On Patriots Day, alongside more than 30,000 athletes and as part of a 130-person team for the Gillian Reny Stepping Strong Fund, Lucas Fried ’17 ran the historic 26.2-mile course of the Boston Marathon for the first time, in the process raising $6,000 for the cause.
Lucas first heard about Stepping Strong during his sophomore year, when History Teacher Louise Makrauer gave a presentation in class on the Stepping Strong Innovator award, a grant for researchers interested in pursuing projects meant to transform outcomes for trauma patients.
Stepping Strong has had a special place in this community because its namesake, Gillian Reny ’13, was a student at the school when she suffered a soft tissue injury in her left leg and muscle and bone damage in her right at the 2013 Boston Marathon bombings. Soon after, Gillian and her family established the Stepping Strong Fund to raise money for trauma research, and in 2016, the Stepping Strong Center for Trauma and Innovation was brought to Brigham and Women’s Hospital.
The center uses an online fundraising platform called Crowdrise, and each year, it supports a team running in 5Ks, 10Ks, half marathons, and marathons across the country. Once Lucas decided he wanted to run the marathon as part of his Senior Spring Project (SSP), he knew he wanted to involve Stepping Strong.
“I wanted to run with Stepping Strong because of the charity’s strong connection to BB&N, the Boston Marathon, and the city of Boston,” he said. “I’ve grown up watching the Boston Marathon each Patriots Day, and I love the energy and enthusiasm that comes with it.”
Lucas asked his friend and fellow student Ellie Gozigian ’17, whose mother ran the marathon on behalf of Stepping Strong this year and last, for help getting involved. Soon he was encouraging people to donate by emailing What’s Happening, contacting his family and friends, and getting to know a group of philanthropic runners that ranged in age from 18—like Lucas, the youngest of the team—to 63. All told, Stepping Strong’s 2017 Boston Marathon team raised nearly $1 million.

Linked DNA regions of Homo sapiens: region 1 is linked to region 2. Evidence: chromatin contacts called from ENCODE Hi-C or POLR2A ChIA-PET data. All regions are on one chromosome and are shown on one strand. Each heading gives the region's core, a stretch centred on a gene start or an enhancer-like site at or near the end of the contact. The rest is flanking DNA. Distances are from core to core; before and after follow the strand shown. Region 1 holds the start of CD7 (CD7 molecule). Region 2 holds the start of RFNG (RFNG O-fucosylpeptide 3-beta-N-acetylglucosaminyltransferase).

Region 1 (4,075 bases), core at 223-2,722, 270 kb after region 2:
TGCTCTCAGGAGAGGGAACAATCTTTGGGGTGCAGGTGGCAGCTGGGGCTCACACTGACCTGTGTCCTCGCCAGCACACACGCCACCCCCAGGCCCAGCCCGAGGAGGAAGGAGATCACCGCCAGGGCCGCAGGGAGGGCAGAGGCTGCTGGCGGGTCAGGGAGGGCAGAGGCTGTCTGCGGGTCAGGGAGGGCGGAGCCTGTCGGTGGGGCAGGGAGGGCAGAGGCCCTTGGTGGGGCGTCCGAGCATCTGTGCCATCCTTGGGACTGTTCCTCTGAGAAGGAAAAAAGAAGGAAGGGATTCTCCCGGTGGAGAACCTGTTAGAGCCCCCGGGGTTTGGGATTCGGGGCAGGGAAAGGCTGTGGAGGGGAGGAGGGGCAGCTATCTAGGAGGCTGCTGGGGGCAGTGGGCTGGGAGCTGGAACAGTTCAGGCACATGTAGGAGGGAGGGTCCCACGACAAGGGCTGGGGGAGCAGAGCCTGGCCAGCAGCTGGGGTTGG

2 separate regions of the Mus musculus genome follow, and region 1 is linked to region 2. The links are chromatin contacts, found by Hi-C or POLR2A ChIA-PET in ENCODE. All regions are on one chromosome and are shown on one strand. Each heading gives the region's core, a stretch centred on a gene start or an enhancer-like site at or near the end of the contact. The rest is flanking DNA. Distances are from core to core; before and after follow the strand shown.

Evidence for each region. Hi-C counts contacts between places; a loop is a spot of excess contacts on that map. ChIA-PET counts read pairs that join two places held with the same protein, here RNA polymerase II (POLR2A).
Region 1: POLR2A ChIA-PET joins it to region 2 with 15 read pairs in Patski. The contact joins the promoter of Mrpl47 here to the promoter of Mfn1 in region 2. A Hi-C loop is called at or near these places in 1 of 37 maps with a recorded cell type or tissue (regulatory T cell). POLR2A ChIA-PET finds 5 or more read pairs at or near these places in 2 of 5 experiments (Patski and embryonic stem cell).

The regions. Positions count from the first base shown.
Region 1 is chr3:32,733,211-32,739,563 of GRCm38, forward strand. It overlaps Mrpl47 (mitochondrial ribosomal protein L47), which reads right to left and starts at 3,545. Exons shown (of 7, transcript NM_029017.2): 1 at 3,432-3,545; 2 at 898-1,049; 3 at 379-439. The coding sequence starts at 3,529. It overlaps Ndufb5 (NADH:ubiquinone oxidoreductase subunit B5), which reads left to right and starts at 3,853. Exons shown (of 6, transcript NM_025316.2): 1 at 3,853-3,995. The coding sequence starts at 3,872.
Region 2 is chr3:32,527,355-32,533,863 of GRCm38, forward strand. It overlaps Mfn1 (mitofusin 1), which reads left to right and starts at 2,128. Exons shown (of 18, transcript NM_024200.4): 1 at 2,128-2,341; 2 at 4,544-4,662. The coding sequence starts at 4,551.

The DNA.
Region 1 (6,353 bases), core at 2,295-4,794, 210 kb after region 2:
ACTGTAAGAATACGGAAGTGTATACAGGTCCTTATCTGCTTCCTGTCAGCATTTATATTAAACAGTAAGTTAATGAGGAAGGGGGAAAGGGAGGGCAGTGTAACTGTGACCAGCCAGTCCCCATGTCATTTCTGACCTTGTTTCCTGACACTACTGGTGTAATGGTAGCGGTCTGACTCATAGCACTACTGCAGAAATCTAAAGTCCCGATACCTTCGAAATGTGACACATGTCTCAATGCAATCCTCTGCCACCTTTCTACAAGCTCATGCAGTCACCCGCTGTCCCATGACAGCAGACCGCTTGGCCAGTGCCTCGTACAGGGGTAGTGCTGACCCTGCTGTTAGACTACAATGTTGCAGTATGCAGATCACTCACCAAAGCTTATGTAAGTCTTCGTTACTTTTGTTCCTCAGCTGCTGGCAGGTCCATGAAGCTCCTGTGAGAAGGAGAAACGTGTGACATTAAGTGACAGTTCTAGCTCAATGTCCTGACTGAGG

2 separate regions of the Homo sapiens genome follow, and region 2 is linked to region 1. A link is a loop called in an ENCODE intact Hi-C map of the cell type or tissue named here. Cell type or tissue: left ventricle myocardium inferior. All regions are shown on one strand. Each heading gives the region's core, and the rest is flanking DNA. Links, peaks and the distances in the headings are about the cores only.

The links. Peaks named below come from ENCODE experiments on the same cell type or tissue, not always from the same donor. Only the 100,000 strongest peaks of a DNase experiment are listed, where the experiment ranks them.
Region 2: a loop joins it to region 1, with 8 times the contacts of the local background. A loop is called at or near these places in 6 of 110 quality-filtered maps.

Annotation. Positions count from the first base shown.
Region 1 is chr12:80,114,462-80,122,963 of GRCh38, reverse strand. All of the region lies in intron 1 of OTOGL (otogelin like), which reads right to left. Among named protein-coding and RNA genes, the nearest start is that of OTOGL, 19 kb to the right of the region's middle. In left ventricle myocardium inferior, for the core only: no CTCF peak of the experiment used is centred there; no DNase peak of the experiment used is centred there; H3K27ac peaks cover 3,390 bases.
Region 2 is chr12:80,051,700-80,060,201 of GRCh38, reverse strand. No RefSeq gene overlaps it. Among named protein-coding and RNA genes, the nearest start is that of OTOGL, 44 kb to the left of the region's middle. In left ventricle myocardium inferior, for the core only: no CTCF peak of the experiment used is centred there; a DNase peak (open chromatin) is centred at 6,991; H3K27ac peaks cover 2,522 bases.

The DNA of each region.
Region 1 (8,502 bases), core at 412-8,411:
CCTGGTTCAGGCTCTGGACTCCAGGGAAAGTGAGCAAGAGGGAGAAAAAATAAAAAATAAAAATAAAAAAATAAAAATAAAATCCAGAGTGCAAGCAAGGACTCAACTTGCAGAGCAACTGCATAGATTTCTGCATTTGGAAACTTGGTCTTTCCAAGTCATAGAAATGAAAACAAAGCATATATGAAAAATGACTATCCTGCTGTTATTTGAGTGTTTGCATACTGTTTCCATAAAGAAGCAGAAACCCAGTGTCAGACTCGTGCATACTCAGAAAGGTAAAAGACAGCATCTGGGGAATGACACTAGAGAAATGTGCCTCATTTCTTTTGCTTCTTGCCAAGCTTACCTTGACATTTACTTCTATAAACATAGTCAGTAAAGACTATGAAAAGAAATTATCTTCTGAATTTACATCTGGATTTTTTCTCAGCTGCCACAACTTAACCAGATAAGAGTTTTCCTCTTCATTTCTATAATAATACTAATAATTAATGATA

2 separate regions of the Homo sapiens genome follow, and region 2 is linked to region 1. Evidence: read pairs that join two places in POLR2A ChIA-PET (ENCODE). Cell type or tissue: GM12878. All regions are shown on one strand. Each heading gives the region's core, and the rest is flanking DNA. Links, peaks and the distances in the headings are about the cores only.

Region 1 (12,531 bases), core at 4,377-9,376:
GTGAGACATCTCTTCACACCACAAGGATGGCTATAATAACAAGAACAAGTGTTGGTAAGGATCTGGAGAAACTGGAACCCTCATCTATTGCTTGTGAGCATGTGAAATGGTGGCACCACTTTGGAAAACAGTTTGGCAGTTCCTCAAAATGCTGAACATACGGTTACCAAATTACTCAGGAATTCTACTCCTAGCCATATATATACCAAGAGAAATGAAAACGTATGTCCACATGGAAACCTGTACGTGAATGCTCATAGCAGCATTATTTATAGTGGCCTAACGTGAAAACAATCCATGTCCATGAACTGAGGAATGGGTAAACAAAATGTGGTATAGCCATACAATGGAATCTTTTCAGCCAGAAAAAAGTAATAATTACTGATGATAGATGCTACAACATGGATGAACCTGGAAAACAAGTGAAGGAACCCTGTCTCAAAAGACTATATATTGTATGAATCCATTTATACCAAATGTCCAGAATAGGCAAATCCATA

Lucas began training for the marathon in mid-December by running three times a week around Boston and increasing his mileage every few weeks until eventually hitting 21 miles before the race. Sometimes Lucas ran alone, and sometimes he ran with members of the team, whom he described as “an awesome group” enthusiastic about sharing their marathon and Stepping Strong experiences.
When Patriots Day came, Lucas said that both crowds and friends he didn’t expect to see on the sidelines motivated him to continue.
“I was sort of focused on my pace at first, [but] that ended at about mile 18,” Lucas said. “I just needed to finish and stop worrying about how fast I ran. There were a lot of people whom I didn’t know were going to be there, but I saw them on the side and got to wave to them and say hi, which was awesome.”
Vishnu Murale ’17 was one of those spectators, cheering at mile 20 alongside a dozen other students, including Aaron Kaufer, Jacob Licht, Menelik Epee-Bounya, Kian Golshan, Guillermo Alvarez, Ari Benkler, Andrew Siff, Matthew Siff (all ’17), and Elisa Tabor ’18.
“We were waiting at Heartbreak Hill for Lucas, and I was quite anxious to see him and how he was doing,” Vishnu said. “After around 30 minutes, my friend spotted Lucas, and we just started going bananas.”
“He emerged out of the group of runners like a salmon bursting out of an Alaskan river,” Vishnu added. “In other words, he looked good.”
In a separate spot about half a mile later, another dozen seniors—among them Mary DeVellis, Thomas Mandile, Charlotte Foote, Jeff Costello, Josiah Siegel, Lexie Massa, Charlie Ablon, Tatum Driscoll, Gary Raisin, and Ellie (all ’17)—continued to push Lucas forward.
Mary said seeing a classmate run at such a steady pace reminded her how proud she is to be part of a school of such incredible individuals. Lucas later texted his thanks for the help, she added.
Lucas expressed satisfaction at finishing the marathon even if his time of 4:10:23 was slightly above his target of coming in under four hours. The idea of walking tempted him in the last few miles of the race, he reported, but he knew if he started walking, chances were slim he’d start running again.
“The part that really wrecked me was around mile 25,” Lucas said. “There’s a tiny hill just before Hereford Street that goes through an underpass, and I gave up and started walking. Then, though, people above started shouting my name—written on my arm—and I remembered how close I was and started running again.”
When Lucas finished the race, he staggered to the Boston Sports Club, where the Stepping Strong team met for food, conversation, and free 20-minute leg massages.
Lucas discussed that at the beginning of his training, the marathon was just a personal goal. However as he became closer to the charity and the people he was running with, his mindset changed.
“Over the course of my time spent with Stepping Strong, through training and fundraising, [running the marathon] grew into something that meant more to me than just saying I ran 26 miles. It was something that I wanted to do because my teammates, friends, coach, school, family, and thousands of Bostonians along the racecourse were supporting me to accomplish it,” he said.